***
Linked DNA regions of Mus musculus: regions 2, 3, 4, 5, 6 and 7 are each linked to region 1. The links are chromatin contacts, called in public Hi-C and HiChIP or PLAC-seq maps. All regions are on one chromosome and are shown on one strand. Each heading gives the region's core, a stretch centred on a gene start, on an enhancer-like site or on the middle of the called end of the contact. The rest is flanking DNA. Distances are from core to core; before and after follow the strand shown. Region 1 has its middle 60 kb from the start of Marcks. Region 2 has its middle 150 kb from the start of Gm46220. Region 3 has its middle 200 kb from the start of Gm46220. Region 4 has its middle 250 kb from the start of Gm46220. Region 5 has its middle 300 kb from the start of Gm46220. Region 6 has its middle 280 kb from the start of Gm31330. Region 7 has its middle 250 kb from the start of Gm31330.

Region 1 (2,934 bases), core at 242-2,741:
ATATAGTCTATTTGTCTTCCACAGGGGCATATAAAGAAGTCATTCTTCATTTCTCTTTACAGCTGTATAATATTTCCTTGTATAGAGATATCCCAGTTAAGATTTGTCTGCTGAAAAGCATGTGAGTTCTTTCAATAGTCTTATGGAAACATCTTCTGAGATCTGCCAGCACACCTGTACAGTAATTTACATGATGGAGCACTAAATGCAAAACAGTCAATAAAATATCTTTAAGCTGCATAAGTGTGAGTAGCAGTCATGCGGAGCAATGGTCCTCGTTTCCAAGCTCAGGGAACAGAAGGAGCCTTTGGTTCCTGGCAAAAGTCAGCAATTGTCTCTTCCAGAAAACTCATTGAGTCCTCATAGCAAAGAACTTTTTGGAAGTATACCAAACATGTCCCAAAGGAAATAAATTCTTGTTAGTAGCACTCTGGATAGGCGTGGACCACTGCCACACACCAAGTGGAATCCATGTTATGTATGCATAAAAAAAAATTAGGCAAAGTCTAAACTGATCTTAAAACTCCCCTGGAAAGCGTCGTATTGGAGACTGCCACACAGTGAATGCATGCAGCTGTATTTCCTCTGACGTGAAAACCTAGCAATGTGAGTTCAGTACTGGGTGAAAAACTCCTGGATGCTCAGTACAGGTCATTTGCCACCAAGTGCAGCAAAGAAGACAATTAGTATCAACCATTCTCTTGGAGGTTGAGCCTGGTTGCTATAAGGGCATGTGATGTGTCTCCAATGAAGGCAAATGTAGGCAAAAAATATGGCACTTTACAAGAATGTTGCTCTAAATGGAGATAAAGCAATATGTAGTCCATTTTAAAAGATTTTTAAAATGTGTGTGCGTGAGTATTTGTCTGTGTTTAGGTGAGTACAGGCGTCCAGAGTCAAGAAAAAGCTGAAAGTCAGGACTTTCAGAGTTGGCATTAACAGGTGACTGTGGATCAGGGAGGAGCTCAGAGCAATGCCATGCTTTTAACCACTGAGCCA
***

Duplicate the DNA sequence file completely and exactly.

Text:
Linked DNA regions of Mus musculus: regions 2, 3, 4, 5, 6 and 7 are each linked to region 1. The links are chromatin contacts, called in public Hi-C and HiChIP or PLAC-seq maps. All regions are on one chromosome and are shown on one strand. Each heading gives the region's core, a stretch centred on a gene start, on an enhancer-like site or on the middle of the called end of the contact. The rest is flanking DNA. Distances are from core to core; before and after follow the strand shown. Region 1 has its middle 60 kb from the start of Marcks. Region 2 has its middle 150 kb from the start of Gm46220. Region 3 has its middle 200 kb from the start of Gm46220. Region 4 has its middle 250 kb from the start of Gm46220. Region 5 has its middle 300 kb from the start of Gm46220. Region 6 has its middle 280 kb from the start of Gm31330. Region 7 has its middle 250 kb from the start of Gm31330.

Region 1 (2,934 bases), core at 242-2,741:
ATATAGTCTATTTGTCTTCCACAGGGGCATATAAAGAAGTCATTCTTCATTTCTCTTTACAGCTGTATAATATTTCCTTGTATAGAGATATCCCAGTTAAGATTTGTCTGCTGAAAAGCATGTGAGTTCTTTCAATAGTCTTATGGAAACATCTTCTGAGATCTGCCAGCACACCTGTACAGTAATTTACATGATGGAGCACTAAATGCAAAACAGTCAATAAAATATCTTTAAGCTGCATAAGTGTGAGTAGCAGTCATGCGGAGCAATGGTCCTCGTTTCCAAGCTCAGGGAACAGAAGGAGCCTTTGGTTCCTGGCAAAAGTCAGCAATTGTCTCTTCCAGAAAACTCATTGAGTCCTCATAGCAAAGAACTTTTTGGAAGTATACCAAACATGTCCCAAAGGAAATAAATTCTTGTTAGTAGCACTCTGGATAGGCGTGGACCACTGCCACACACCAAGTGGAATCCATGTTATGTATGCATAAAAAAAAATTAGGCAAAGTCTAAACTGATCTTAAAACTCCCCTGGAAAGCGTCGTATTGGAGACTGCCACACAGTGAATGCATGCAGCTGTATTTCCTCTGACGTGAAAACCTAGCAATGTGAGTTCAGTACTGGGTGAAAAACTCCTGGATGCTCAGTACAGGTCATTTGCCACCAAGTGCAGCAAAGAAGACAATTAGTATCAACCATTCTCTTGGAGGTTGAGCCTGGTTGCTATAAGGGCATGTGATGTGTCTCCAATGAAGGCAAATGTAGGCAAAAAATATGGCACTTTACAAGAATGTTGCTCTAAATGGAGATAAAGCAATATGTAGTCCATTTTAAAAGATTTTTAAAATGTGTGTGCGTGAGTATTTGTCTGTGTTTAGGTGAGTACAGGCGTCCAGAGTCAAGAAAAAGCTGAAAGTCAGGACTTTCAGAGTTGGCATTAACAGGTGACTGTGGATCAGGGAGGAGCTCAGAGCAATGCCATGCTTTTAACCACTGAGCCA